– Exposition brilliance. Much of the information we’re fed throughout the film feels honestly earned and patiently developed, thanks to a series of supporting characters weaving in and out of the story to add strokes of clarity to what has already transpired off-screen in the past of Jimmie and his family. In this regard, the leaps of dialogue don’t feel like actual scenes, but rather a rich authenticism of conversations that naturally materialize, and if you aren’t paying attention you could miss something that sheds more light on the darkness of obscurity that Jimmie initially early on in the film feels saddled with. Through the many changing dynamics, we get a fully fleshed outline of the character that better articulates his range of motions and intentional impulses that can otherwise feel spontaneous in the wrong eyes.
– Perfect cast. Fails himself has lived this story in real life, so how could there ever be an actor who could better capture the essence of longing so fruitfully as this man does with a story so near and dear to his heart? There are definitely those moments of long-winded anguish that unfurl from his tired demeanor, but for my money it was Jimmie’s childlike eyes of optimism that lit up when he saw an opportunity that truly established this man having emotional balance and control over a scene that some experienced actors don’t gain in a lifetime of work. There’s a presence in him that you constantly look to after something good or bad has materialized, and Fails influence is felt consistently, even in scenes when he isn’t present on camera. Likewise, Jonathan Majors is also award deserving, playing Jimmie’s best friend with a nervous tick of creativity for the art that flows around him from life. The dynamic between these two characters was a constant warm blanket that garnered feelings of a love story that is purely and professionally platonic, and you feel the bond in friendship that resonates between them every time one of them is faced with adversity, where the other picks up the slack. In addition to this, there are also memorable cameos from Danny Glover, Tichina Arnold, Mike Epps, and Finn Wittrock as this real estate agent with his own seedy intentions. It levels out one of the more well-rounded casts of 2019, and brings forth not one lone weak link on an overall spectrum.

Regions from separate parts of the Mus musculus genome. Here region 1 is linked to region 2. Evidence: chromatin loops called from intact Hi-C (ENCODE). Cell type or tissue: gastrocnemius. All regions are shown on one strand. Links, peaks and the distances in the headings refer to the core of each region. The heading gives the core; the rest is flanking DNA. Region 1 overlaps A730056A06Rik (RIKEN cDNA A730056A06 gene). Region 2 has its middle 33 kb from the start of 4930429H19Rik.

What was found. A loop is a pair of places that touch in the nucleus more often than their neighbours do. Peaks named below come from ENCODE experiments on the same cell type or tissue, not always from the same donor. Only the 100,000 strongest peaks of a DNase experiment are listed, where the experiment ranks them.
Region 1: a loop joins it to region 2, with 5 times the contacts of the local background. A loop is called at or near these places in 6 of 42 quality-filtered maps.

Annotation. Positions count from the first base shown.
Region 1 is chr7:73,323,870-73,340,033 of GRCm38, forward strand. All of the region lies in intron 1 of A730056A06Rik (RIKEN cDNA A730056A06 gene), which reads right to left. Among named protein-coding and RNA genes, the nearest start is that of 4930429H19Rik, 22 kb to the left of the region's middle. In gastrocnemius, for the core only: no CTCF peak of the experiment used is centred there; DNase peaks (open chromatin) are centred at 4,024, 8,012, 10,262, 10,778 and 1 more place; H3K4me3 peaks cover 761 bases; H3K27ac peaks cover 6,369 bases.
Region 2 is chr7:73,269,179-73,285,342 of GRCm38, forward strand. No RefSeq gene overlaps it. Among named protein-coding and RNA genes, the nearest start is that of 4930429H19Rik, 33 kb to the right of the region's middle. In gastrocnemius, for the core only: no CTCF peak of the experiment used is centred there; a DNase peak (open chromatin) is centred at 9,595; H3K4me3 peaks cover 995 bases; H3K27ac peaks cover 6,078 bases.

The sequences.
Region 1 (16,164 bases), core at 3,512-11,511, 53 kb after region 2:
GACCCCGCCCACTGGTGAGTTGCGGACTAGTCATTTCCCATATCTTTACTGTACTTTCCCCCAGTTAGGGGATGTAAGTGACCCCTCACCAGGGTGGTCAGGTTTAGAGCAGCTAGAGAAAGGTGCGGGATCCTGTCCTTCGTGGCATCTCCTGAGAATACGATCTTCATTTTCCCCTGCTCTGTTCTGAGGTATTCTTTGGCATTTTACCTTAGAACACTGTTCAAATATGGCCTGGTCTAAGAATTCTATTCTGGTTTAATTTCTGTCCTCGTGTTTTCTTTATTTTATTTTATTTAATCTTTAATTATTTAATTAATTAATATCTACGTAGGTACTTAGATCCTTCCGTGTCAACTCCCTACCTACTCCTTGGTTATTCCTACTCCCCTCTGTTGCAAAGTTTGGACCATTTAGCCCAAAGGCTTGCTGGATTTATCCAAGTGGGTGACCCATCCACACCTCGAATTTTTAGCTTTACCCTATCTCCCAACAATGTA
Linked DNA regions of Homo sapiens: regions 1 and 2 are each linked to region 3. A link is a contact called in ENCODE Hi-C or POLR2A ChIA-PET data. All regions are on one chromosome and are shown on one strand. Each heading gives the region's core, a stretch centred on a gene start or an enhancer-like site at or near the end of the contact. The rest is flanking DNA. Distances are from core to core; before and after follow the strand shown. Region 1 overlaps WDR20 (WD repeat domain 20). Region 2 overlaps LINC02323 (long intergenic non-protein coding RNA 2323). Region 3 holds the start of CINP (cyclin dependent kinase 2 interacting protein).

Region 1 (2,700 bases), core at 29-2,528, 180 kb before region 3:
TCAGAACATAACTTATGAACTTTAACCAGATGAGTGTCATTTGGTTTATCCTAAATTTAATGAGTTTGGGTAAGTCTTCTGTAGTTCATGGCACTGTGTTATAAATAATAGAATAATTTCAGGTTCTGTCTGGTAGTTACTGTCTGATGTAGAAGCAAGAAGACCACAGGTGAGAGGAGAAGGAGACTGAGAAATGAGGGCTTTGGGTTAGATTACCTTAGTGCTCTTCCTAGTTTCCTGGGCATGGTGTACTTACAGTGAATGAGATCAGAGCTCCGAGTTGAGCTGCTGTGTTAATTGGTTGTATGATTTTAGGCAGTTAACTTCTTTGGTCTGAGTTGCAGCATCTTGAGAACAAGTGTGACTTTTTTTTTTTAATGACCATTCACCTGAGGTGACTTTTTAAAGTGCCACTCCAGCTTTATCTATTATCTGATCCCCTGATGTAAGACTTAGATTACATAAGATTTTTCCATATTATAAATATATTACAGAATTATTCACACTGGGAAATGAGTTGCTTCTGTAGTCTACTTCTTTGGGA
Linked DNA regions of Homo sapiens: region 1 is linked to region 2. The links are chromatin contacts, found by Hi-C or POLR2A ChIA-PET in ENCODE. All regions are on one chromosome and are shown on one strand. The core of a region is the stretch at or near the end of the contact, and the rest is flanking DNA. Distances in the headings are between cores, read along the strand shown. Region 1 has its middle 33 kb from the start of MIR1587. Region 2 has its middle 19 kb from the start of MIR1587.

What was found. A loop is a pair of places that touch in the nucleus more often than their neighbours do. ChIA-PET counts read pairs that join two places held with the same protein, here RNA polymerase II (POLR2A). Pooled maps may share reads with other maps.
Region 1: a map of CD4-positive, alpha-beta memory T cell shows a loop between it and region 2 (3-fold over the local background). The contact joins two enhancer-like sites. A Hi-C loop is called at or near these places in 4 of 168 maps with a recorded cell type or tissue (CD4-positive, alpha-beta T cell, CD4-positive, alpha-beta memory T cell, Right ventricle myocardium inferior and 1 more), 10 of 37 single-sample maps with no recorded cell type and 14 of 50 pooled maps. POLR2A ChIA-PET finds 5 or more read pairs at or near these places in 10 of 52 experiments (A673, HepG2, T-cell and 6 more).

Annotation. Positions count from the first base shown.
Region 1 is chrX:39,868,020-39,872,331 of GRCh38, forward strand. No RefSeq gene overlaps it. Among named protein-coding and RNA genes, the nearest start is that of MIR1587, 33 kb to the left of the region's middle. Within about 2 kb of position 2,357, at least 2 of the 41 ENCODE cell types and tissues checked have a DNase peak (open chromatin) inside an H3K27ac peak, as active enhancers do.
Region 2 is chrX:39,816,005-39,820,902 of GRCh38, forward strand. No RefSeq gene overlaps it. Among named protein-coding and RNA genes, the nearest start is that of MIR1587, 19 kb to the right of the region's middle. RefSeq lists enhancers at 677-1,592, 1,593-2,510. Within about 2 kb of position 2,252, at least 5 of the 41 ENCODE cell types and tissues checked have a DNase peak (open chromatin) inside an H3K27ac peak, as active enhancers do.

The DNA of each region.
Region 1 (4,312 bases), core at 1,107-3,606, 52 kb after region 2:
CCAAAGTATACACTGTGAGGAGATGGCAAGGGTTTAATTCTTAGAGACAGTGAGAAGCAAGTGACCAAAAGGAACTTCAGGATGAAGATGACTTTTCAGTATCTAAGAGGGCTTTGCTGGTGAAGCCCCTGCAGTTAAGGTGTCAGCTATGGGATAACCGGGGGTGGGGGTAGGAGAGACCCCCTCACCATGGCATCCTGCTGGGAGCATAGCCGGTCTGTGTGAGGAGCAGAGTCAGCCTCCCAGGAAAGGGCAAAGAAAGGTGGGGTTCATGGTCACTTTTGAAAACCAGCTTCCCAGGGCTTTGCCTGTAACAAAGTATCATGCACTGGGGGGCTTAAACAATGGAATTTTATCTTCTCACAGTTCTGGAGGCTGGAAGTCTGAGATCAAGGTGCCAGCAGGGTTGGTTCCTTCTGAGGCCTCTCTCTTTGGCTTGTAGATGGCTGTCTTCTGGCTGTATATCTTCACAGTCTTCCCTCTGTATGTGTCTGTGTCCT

– A24. This studio once again hits it out of the park with another sentimental think-piece that really resonated with me for its dramatic undertow. Coming from someone who moved out of their childhood home when they were nine-years-old, I found myself relating to the character in a way who obsesses over something that they can no longer control. When I started driving, I found myself parked in front of that old house for long spans of time, dreaming about the time when I could buy it once more, so for the film to bring forth these scenes of wonderment from Jimmie’s perspective, really brought forth a sense of appreciation to a simpler time, and wanting to hold on to the days when everything felt in place. After the accomplishment that was “A Ghost Story”, A24 lands itself another equally skin-piercing somber that grabs ahold of sentimentality, and doesn’t let go. I’m finding myself more and more in their list of films, and connecting with audiences is something this film has no difficulty in attaining the more it chooses to tackle life’s biggest personal obstacles.